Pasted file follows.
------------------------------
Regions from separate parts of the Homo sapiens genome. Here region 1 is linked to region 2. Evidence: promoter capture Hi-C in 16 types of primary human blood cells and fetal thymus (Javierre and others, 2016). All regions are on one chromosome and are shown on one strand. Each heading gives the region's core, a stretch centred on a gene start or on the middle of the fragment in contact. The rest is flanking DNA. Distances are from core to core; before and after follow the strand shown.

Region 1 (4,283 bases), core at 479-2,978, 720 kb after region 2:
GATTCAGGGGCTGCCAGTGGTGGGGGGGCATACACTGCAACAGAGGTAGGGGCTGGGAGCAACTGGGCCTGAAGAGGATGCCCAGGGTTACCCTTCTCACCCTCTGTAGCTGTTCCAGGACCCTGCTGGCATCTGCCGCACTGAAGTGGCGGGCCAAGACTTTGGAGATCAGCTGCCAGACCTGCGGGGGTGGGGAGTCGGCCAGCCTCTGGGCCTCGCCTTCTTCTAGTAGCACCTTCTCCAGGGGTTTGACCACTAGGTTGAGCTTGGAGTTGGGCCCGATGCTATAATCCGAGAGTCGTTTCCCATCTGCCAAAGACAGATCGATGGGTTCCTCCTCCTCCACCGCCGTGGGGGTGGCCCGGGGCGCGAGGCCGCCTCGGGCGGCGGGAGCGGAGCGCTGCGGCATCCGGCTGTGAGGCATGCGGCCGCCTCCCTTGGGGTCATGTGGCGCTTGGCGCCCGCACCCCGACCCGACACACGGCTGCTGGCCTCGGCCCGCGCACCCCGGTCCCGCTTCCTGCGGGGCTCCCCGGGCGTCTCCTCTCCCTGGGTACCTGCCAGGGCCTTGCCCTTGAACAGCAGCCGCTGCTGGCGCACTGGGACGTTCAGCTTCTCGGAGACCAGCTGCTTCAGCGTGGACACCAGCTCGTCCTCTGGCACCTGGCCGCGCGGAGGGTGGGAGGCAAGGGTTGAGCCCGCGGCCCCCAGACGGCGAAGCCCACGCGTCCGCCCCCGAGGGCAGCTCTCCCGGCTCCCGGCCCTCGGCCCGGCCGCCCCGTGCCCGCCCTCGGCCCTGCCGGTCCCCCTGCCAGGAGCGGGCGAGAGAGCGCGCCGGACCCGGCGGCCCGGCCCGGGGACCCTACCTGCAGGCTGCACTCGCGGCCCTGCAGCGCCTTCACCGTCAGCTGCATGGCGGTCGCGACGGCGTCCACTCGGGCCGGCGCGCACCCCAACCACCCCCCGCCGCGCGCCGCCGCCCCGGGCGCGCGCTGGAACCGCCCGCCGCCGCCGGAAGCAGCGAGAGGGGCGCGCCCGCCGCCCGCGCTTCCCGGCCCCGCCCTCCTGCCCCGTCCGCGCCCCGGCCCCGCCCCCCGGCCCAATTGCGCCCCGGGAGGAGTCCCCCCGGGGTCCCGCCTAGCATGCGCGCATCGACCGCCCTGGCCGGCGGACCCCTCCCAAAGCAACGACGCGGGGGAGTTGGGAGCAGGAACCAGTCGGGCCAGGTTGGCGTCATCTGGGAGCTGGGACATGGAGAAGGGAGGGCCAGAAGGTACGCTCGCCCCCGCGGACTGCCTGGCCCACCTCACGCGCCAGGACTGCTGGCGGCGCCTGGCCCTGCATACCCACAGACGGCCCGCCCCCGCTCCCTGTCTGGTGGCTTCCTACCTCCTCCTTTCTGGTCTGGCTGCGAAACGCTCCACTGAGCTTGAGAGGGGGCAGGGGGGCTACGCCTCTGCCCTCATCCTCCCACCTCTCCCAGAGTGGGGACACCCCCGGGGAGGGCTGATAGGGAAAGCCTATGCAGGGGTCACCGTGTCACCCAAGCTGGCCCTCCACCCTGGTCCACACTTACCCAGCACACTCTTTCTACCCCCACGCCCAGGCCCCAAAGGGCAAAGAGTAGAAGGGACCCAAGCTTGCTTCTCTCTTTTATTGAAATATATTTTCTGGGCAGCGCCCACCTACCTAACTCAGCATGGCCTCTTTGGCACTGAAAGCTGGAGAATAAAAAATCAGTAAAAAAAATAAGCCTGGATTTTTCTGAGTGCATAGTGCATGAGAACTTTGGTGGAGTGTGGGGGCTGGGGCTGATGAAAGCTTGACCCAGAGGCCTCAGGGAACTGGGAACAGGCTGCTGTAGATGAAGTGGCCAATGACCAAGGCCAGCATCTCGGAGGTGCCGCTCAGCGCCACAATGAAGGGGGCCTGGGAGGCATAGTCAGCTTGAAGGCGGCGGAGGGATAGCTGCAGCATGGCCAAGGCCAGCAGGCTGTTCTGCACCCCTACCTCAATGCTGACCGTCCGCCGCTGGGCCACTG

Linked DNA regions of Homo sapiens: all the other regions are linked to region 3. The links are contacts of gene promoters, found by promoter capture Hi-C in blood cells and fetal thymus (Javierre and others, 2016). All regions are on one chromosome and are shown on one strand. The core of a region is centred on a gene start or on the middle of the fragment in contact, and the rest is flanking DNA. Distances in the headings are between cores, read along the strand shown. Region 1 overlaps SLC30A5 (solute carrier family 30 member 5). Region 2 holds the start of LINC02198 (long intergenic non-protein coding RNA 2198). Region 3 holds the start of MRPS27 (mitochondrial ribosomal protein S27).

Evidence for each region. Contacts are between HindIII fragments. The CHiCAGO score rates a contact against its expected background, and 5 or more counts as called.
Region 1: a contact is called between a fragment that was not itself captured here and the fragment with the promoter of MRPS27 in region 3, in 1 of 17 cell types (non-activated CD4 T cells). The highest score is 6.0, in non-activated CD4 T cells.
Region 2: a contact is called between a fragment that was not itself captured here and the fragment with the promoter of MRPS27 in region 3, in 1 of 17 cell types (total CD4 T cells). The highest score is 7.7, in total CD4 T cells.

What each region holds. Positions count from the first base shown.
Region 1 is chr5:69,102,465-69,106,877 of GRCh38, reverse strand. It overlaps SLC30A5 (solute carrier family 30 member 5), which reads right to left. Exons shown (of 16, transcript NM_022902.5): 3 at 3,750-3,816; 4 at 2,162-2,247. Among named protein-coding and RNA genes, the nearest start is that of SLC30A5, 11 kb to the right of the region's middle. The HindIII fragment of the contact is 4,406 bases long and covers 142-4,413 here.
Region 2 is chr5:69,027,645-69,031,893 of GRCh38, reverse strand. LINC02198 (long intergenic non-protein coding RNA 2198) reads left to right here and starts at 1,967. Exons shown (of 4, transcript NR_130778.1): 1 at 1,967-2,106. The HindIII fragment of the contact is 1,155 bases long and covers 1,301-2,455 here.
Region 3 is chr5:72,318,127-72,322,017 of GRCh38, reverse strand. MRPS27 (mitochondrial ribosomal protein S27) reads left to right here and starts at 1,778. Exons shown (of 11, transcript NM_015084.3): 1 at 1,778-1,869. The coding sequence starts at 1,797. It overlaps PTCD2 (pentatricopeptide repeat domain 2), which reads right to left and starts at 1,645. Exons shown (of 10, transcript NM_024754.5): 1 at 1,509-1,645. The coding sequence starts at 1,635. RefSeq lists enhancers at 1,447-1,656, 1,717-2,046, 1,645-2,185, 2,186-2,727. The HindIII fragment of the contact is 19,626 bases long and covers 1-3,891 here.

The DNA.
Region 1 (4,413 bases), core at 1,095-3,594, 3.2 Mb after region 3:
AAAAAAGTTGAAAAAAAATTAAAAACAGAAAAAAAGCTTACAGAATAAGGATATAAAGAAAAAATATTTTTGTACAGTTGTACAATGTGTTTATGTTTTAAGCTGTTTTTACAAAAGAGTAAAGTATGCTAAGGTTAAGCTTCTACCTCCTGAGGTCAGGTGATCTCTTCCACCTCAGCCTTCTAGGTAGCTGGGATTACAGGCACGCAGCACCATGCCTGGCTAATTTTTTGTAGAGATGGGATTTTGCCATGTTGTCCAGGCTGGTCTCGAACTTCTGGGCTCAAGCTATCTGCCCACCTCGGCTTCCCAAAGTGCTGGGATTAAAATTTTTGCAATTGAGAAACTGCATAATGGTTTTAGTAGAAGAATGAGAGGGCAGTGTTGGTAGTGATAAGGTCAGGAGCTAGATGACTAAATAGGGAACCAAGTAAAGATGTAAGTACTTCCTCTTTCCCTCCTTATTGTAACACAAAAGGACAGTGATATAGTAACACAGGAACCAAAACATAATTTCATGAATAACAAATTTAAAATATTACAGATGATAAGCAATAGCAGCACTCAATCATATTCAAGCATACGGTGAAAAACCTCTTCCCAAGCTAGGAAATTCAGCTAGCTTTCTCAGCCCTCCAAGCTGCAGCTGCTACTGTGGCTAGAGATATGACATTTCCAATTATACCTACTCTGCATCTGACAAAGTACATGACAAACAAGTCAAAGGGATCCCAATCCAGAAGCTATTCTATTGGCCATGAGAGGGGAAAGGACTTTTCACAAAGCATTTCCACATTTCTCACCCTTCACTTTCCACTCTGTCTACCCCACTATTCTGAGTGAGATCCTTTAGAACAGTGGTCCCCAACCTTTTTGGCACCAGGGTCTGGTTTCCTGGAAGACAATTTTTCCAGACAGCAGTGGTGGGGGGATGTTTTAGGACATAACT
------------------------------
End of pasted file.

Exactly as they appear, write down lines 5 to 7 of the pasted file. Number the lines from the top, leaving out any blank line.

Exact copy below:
Evidence for each region. Contacts are between HindIII fragments. The CHiCAGO score rates a contact against its expected background, and 5 or more counts as called.
Region 1: a contact is called between a fragment that was not itself captured here and the fragment with the promoter of MRPS27 in region 3, in 1 of 17 cell types (non-activated CD4 T cells). The highest score is 6.0, in non-activated CD4 T cells.
Region 2: a contact is called between a fragment that was not itself captured here and the fragment with the promoter of MRPS27 in region 3, in 1 of 17 cell types (total CD4 T cells). The highest score is 7.7, in total CD4 T cells.